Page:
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Old December 6th, 2017, 08:36 AM   #41
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Originally Posted by goober View Post
It's not, the federal government owns the land, not the state of Utah.
You want the Federal government to just give away an asset?

Are you familiar with the concept of property ownership?
THE LAND IN The US was partitioned into STATES the land is the STATES not the federal government.
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Old December 6th, 2017, 09:59 AM   #42
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Originally Posted by TNVolunteer73 View Post
THE LAND IN The US was partitioned into STATES the land is the STATES not the federal government.
Isn't that wh DC was built on a swamp. So it didnt infringe on sovereign states?
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Old December 6th, 2017, 11:11 AM   #43
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Originally Posted by TNVolunteer73 View Post
THE LAND IN The US was partitioned into STATES the land is the STATES not the federal government.
You're wrong, dead wrong.

Federal ownership of land began in the time of the Articles of Confederation.
In 1778, Maryland led a protest against states with vast western land claims. According to British charters, Virginia, for example, was granted territory west to the Mississippi River and north to Michigan’s Upper Peninsula. Maryland was blocked from westward expansion and threatened not to sign the Articles of Confederation until larger states surrendered their claims to the newly formed United States government. In 1802, these transfers to the federal government were complete and the now Federal government was the landowner of 233 million acres. A year later, the nation doubled in size when President Thomas Jefferson paid France $27 million for the Louisiana Territory (a vast swath of land that ranged from the Mississippi River to the base of the Rocky Mountains). Over the next 50 years, through diplomacy, war, purchase, and treaty the United States became the holder of 1.4 billion acres.
Damn those socialistic Founding Fathers. Read on please:
The legal arguments of those who favor land transfer [YOU]are three-fold. First, they argue that the Property Clause of the United States Constitution (Art IV, Sec 3, Cl 2) limits the authority of the federal government to own land. Second, they argue that the Equal Footing Doctrine (Art IV, Sec 3 Cl 1) may be used to uphold state authority in the face of federal overreach. And third, that the Enclave Clause (Art I, Sec 8, Cl 17) acts as a geographic limit to the amount of land the federal government may own (10 mi. sq.). Each of these argument has been dealt with at length in the United States Supreme Court; each has been found lacking.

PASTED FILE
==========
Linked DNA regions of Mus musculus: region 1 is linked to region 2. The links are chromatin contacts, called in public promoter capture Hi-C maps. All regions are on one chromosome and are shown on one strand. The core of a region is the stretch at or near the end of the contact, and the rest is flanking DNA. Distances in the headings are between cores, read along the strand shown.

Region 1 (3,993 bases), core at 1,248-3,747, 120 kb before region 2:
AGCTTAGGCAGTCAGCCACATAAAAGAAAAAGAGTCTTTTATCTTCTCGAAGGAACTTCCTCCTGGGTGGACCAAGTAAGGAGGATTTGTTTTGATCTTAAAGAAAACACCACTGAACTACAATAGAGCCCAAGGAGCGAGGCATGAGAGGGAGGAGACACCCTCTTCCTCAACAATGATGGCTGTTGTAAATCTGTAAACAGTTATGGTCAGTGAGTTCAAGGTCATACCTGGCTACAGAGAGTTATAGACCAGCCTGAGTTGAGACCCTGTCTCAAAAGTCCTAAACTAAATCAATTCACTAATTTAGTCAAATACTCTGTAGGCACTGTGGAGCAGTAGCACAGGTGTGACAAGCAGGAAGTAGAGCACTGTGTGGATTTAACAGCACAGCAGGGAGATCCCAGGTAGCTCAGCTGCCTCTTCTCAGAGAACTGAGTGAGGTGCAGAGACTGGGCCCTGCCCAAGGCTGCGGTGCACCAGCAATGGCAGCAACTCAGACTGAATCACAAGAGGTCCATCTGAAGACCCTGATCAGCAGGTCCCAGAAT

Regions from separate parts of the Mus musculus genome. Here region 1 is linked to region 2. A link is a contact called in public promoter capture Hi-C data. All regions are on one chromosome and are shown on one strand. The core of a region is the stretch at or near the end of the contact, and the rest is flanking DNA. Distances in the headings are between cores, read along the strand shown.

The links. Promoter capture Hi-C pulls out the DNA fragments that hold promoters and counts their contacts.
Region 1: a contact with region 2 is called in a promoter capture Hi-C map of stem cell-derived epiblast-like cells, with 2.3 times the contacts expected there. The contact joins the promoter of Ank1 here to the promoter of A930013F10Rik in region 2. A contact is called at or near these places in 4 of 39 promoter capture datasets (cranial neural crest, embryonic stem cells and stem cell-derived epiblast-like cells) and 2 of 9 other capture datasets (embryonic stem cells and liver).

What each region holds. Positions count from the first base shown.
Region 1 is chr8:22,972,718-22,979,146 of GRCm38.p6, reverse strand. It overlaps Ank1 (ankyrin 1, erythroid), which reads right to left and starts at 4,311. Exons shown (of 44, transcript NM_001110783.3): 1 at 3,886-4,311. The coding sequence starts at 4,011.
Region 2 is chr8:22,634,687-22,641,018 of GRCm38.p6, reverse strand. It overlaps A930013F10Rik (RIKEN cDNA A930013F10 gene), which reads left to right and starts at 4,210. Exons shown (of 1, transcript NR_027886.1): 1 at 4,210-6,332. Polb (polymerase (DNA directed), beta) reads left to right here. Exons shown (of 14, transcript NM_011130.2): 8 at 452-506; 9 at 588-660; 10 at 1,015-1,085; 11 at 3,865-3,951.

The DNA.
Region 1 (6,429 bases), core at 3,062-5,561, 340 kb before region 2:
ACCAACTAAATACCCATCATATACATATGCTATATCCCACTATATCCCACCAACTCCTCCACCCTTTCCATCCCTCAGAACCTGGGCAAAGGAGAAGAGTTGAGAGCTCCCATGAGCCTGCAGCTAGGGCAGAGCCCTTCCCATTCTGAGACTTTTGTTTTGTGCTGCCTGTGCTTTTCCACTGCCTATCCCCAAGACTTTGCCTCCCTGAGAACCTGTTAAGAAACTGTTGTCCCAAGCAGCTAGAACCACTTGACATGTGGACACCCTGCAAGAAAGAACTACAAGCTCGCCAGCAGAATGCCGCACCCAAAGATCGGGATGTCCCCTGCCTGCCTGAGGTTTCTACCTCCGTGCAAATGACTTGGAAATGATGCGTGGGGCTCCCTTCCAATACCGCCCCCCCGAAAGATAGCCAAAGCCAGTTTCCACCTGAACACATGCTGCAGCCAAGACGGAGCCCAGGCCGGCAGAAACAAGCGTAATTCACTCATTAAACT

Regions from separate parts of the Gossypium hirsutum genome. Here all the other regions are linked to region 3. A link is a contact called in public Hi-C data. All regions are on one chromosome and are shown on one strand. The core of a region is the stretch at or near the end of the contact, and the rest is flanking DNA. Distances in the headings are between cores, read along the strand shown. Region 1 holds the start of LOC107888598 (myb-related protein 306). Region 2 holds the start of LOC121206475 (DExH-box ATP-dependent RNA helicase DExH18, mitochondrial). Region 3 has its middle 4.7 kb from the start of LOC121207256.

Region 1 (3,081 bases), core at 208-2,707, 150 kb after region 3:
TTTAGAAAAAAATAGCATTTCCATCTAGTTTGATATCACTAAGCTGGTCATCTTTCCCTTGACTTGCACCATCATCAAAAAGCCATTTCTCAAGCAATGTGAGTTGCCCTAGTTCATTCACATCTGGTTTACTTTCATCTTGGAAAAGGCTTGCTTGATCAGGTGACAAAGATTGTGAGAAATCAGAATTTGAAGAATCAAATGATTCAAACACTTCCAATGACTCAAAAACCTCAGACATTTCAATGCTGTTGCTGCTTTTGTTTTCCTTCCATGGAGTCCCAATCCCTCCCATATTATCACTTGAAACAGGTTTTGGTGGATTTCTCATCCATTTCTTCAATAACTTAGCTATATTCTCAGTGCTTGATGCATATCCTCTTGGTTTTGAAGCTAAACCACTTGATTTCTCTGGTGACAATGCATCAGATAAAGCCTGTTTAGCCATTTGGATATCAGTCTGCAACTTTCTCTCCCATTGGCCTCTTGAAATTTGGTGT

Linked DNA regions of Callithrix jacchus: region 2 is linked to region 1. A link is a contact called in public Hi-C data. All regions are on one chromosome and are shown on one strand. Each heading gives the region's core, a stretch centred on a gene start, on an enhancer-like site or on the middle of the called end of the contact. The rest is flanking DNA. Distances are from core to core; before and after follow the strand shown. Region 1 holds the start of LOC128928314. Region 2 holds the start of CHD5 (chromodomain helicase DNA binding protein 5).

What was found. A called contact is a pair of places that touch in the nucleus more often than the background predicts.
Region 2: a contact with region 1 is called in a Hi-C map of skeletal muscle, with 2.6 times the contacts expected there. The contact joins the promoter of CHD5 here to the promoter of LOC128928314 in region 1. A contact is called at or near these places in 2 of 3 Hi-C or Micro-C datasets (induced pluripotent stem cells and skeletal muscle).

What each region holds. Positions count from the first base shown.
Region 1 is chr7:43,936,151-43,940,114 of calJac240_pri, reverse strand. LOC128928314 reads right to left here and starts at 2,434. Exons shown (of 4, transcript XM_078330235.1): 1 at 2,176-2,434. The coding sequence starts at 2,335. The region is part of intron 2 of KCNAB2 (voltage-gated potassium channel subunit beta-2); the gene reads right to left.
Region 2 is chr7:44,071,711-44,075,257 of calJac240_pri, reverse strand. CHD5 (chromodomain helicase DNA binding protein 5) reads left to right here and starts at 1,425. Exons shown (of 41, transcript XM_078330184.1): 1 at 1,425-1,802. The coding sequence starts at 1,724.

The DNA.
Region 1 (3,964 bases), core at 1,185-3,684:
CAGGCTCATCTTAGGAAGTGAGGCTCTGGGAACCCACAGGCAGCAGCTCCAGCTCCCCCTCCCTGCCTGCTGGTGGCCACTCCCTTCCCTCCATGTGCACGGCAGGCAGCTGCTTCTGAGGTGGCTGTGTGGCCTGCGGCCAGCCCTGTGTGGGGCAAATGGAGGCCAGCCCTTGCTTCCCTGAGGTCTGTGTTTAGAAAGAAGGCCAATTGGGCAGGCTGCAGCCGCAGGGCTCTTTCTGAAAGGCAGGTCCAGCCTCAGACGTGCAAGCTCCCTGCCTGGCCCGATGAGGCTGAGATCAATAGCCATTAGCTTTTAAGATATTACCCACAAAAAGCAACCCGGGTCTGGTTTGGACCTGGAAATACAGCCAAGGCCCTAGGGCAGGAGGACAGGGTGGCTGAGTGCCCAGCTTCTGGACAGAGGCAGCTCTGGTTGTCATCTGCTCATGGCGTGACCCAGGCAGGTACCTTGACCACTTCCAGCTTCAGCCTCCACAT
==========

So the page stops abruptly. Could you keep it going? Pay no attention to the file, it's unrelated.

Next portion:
The challenges to federal authority based the Property Clause is inconsistent with nearly 200 years of settled legal interpretation. Since 1840, the Supreme Court has ruled that the federal government has nearly limitless authority over public lands under the Property Clause. In U.S. v. Gratiot, the Court ruled that the federal government was under no obligation to give away public lands. In 1890, the Court further ruled that the federal government had authority over adjacent non-federal lands if activities on those lands would impact federal lands (Camfield v. U.S.). In 1911, the Court ruled that ranching on public lands without a permit was illegal despite the fact that such action was consistent with state law (Light v. U.S.). Six years later, the Court applied the same reasoning in deciding that a power company lacked authority to build a dam on federal lands (Utah Power and Light v. U.S.). Finally, in the 1976 decision in Kleppe v. New Mexico, the Court rejected New Mexico’s claim that it could assert title to wild horses protected under a federal act. In all of the above cases, the Supreme Court described federal control of public lands and associated resources as “without limit” and rejected state claims to authorize private action inconsistent with federal rules. In short, federal authority under the Property Clause is as settled a principle as there is in the law.

Claims that the Equal Footing Doctrine may be relied upon as an exemption from federal authority are equally baseless. In 1963, the Supreme Court limited the use of the equal footing doctrine by stating definitively that the only way, post-statehood, for states to receive title to federal lands not submerged was through an express grant by the federal government (Arizona v. California).

Finally, the Enclave Clause of the Constitution is a favorite of land transfer militants. Supporters argue that the Clause limits the amount of land the federal government may own to the ten square miles of Washington D.C. As the Property Clause discussion clearly demonstrates, nothing could be further from the truth. The Enclave Clause is really more about governmental jurisdiction than ownership. The federal government can have an enclave in which much of the territory is titled to private parties—as is true of Washington, D.C. It’s just that in an enclave, federal rather than state jurisdiction is supreme.
So are the states being robbed by the feds?
Nationwide, the outdoor industry generates $646 billion in consumer spending each year, which generates 6.1 million jobs (Tay Wiles, “Outdoor Rec Industry Defends Public Lands,” High Country News Vol. 49, No. 3 (Feb. 20, 2017).).
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